#123movies #fmovies #putlocker #gomovies #solarmovie #soap2day Watch Full Movie Online Free – The Lady in the Van tells the true story of Alan Bennett’s strained friendship with Miss Mary Shepherd, an eccentric homeless woman whom Bennett befriended in the 1970s before allowing her temporarily to park her Bedford van in the driveway of his Camden home. She stayed there for 15 years. As the story develops Bennett learns that Miss Shepherd is really Margaret Fairchild (died 1989), a former gifted pupil of the pianist Alfred Cortot. She had played Chopin in a promenade concert, tried to become a nun, was committed to an institution by her brother, escaped, had an accident when her van was hit by a motorcyclist for which she believed herself to blame, and thereafter lived in fear of arrest.
Plot: The true story of the relationship between Alan Bennett and the singular Miss Shepherd, a woman of uncertain origins who ‘temporarily’ parked her van in Bennett’s London driveway and proceeded to live there for 15 years.
Smart Tags: #nun #poverty #accident #1970s #alter_ego #van #cemetery #motorcycle_accident #guilty_conscience #corrupt_police #mental_institution #catholic #london_england #middle_class #middle_england #five_word_title #writer #homosexual #mother_son_relationship #gay_man #gay_protagonist
|6.7/10 Votes: 26,621|
|6.4 Votes: 533 Popularity: 10.355|
A third Oscar for Maggie? Very probable, I’d say.
Like all the best English comedies, the humor in “The Lady in the Van” is founded on character and in eccentricity but then we should expect nothing less from the pen of the great Alan Bennett. This is mostly a true story we are told and it’s the story of a very eccentric lady and one, or is it two, quite eccentric men. The lady is Mary, or is it Margaret, Shepherd who might be considered homeless were it not for the van she lives in. The somewhat eccentric man is Bennett himself. I said two because in this case we get two Bennetts for the price of one, Alan the writer and Alan the householder and they are both played by Alex Jennings.
Miss Shepherd really existed and she’s the lady who, at Bennett’s request. moved her van from the street outside his house, where she had parked it, into his driveway. Initially she was due to stay a few months but ended up parking there for 15 years. Bennett turned the story of her stay first into a novella and then into a play and now, under the direction of Nicholas Hytner, into a film and a beautiful job he’s made of it.
Of course, for the purpose of dramatic and comic effect Mr Bennett has taken liberties, adding bits here and there including a delightful phantasmagorical ending. He also surrounds himself and Miss Shepherd with a host of other characters, some almost as eccentric as they are. Recreating the part she played on stage Maggie Smith is magnificent in the title role. Of course, you could say Maggie has been playing variations of Jean Brodie for the past 45 years. It’s easy to see Miss Brodie in the put-downs of the Dowager, Countess of Grantham had Jean been born into a different generation or class and it’s not much of a step to see Miss Shepherd as an older, very much down-on-her-luck Jean Brodie. A third Oscar is certainly not out of the question.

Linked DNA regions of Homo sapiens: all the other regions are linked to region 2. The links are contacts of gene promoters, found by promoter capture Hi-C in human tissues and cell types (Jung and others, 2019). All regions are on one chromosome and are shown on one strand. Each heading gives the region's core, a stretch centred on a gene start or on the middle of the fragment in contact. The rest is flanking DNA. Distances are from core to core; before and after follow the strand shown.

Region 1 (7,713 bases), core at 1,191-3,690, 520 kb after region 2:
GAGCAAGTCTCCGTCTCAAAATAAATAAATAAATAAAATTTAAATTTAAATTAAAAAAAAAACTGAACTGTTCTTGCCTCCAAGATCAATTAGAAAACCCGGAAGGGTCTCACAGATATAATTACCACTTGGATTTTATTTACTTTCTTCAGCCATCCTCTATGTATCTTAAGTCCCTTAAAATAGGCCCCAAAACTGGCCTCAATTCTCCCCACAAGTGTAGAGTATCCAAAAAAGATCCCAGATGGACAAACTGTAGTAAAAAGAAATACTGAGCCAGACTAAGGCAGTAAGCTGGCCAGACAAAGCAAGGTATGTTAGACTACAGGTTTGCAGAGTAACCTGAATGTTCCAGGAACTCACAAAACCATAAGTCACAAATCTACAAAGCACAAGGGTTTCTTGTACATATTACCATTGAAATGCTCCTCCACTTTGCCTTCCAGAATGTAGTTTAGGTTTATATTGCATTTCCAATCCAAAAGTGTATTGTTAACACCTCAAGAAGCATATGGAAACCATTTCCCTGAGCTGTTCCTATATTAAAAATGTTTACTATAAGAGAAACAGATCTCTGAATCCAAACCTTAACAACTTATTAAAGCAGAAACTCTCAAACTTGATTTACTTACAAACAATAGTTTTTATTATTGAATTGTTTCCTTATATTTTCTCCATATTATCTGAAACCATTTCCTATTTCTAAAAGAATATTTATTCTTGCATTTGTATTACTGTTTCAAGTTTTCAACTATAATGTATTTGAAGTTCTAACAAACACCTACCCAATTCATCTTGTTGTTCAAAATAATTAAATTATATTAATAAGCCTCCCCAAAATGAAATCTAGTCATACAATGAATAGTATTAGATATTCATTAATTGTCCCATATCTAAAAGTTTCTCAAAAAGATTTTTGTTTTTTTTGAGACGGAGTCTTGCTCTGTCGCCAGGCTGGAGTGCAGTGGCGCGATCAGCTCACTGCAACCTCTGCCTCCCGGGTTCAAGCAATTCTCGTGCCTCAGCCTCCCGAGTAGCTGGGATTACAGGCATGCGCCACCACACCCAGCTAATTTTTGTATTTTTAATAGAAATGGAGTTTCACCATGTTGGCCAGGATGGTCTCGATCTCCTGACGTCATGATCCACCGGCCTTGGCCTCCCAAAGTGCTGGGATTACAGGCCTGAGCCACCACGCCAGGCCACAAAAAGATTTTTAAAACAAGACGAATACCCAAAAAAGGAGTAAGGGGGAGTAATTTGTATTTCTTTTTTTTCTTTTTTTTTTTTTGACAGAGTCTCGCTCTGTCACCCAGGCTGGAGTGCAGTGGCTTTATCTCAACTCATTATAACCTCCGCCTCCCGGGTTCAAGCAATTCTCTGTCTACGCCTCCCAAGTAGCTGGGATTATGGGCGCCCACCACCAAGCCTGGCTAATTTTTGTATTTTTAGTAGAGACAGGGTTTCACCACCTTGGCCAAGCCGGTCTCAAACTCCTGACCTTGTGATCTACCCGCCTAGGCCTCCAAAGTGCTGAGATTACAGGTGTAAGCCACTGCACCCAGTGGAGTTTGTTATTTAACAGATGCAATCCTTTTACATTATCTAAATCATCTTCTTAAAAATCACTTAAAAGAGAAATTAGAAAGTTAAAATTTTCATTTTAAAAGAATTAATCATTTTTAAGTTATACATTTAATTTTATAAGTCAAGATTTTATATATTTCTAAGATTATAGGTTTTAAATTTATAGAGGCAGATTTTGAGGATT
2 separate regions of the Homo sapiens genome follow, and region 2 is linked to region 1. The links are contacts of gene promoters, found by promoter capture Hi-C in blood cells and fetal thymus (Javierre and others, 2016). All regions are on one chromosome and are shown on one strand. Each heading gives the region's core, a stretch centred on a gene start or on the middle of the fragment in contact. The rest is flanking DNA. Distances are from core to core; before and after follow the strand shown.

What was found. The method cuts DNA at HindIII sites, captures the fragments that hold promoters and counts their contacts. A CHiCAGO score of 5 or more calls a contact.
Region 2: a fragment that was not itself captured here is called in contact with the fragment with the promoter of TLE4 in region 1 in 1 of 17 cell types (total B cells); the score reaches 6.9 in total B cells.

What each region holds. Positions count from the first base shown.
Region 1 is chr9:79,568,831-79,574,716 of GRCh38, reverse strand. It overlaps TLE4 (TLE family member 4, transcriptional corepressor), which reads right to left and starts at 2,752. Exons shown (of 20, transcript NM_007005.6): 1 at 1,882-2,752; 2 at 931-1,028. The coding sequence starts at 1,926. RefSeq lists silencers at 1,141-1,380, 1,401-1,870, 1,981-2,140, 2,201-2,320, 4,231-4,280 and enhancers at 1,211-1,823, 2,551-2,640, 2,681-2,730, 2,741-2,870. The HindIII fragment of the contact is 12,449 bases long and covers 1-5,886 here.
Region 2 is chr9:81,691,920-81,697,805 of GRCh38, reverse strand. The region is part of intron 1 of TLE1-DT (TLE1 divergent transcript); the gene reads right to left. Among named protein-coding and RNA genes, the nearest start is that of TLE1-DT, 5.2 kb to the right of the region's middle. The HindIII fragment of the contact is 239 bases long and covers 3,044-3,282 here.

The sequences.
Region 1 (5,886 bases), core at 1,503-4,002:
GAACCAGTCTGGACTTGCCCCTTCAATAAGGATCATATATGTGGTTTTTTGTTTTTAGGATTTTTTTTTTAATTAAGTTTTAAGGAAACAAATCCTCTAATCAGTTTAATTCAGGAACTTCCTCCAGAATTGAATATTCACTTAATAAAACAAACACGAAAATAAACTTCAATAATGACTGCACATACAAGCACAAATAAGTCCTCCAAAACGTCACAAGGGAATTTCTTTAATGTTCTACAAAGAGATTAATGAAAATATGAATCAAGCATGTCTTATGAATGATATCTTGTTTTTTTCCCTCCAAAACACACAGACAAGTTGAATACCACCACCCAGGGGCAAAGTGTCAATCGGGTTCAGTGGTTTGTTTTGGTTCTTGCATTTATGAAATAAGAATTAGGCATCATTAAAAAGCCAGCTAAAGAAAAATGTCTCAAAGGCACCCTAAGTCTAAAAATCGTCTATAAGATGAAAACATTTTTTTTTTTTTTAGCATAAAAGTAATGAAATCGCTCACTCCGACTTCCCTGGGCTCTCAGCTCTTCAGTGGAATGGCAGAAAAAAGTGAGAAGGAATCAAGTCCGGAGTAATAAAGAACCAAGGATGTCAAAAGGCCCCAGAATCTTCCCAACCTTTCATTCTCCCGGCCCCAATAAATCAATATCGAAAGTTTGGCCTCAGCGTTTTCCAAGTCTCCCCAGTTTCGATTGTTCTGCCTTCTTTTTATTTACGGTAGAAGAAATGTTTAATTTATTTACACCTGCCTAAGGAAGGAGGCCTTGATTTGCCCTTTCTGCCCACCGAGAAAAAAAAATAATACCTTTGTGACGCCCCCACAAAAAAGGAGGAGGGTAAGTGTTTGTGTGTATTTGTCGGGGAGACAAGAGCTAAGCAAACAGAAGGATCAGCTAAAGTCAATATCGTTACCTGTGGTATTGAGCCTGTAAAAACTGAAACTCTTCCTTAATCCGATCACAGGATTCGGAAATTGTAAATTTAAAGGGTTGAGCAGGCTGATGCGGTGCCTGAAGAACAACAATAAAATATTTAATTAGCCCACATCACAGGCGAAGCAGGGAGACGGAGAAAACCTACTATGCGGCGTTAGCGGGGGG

Jennings, too, has Bennett off to a tee and there’s lovely support from the likes of Frances De La Tour, Roger Allam and Deborah Findlay as sundry neighbors while the entire cast of Bennett’s “The History Boys” manage to pop up in one form or another. If it feels slighter than some of Bennett’s other offerings it may simply be because here he is writing about someone we would probably pass in the street without looking twice at. Of course, if on meeting Miss Shepherd in the street we knew what we know now, we might indeed give her a second or even a third glance; we might even invite her to move her van into our driveway. Slight? Not a bit of it.
Entertaining and touching
A very entertaining, and occasionally touching, film written by Alan Bennett, a British National Treasure – though I’m sure he must be irritated, if not sickened, by being so described. His unique voice is instantly recognisable: self-knowing, self-mocking, never ever self-regarding. In spite of a string of stage and screen successes, he is essentially a man of letters: there is a literary quality about his work, and a good deal of his humour emerges from the contrast between the elegance of his sentences and the earthy, realistic observations they contain.
Bennett adapted his memoir about Miss Shepherd, whose residence is the eponymous vehicle (one of a series of vehicles, as it turns out) that occupies his driveway for fifteen years, for the stage, which brought director Nicholas Hytner and actors Maggie Smith and Alex Jennings on to the project. All three return for this film version, and an excellent job they make of it.
Bennett slyly juggles a number of subplots without you ever really being aware that is what they are. When they are finally identified and tied up in a package, it feels a little too neat and tidy after all that sprawl – an interesting comparison is Charlie Kaufmann’s bleaker vision of a writer’s struggle with a piece of work, Synechdoche New York – but Bennett’s droll dialogue, and his clear-sightedness over the way compassion intertwines with guilt, compensates for the sense of well-made screenplay that dominates the closing section of the film.
Original Language en
Runtime 1 hr 44 min (104 min)
Genre Biography, Comedy, Drama
Director Nicholas Hytner
Writer Alan Bennett (screenplay), Alan Bennett (memoir)
Actors Maggie Smith, Jim Broadbent, Clare Hammond, George Fenton
Awards Nominated for 1 Golden Globe. Another 1 win & 6 nominations.
Production Company BBC Films
Sound Mix Dolby Digital
Aspect Ratio 1.85 : 1
Laboratory Company 3, London, UK (digital intermediate)
Film Length N/A
Negative Format N/A
Cinematographic Process N/A
Printed Film Format Digital (Digital Cinema Package DCP)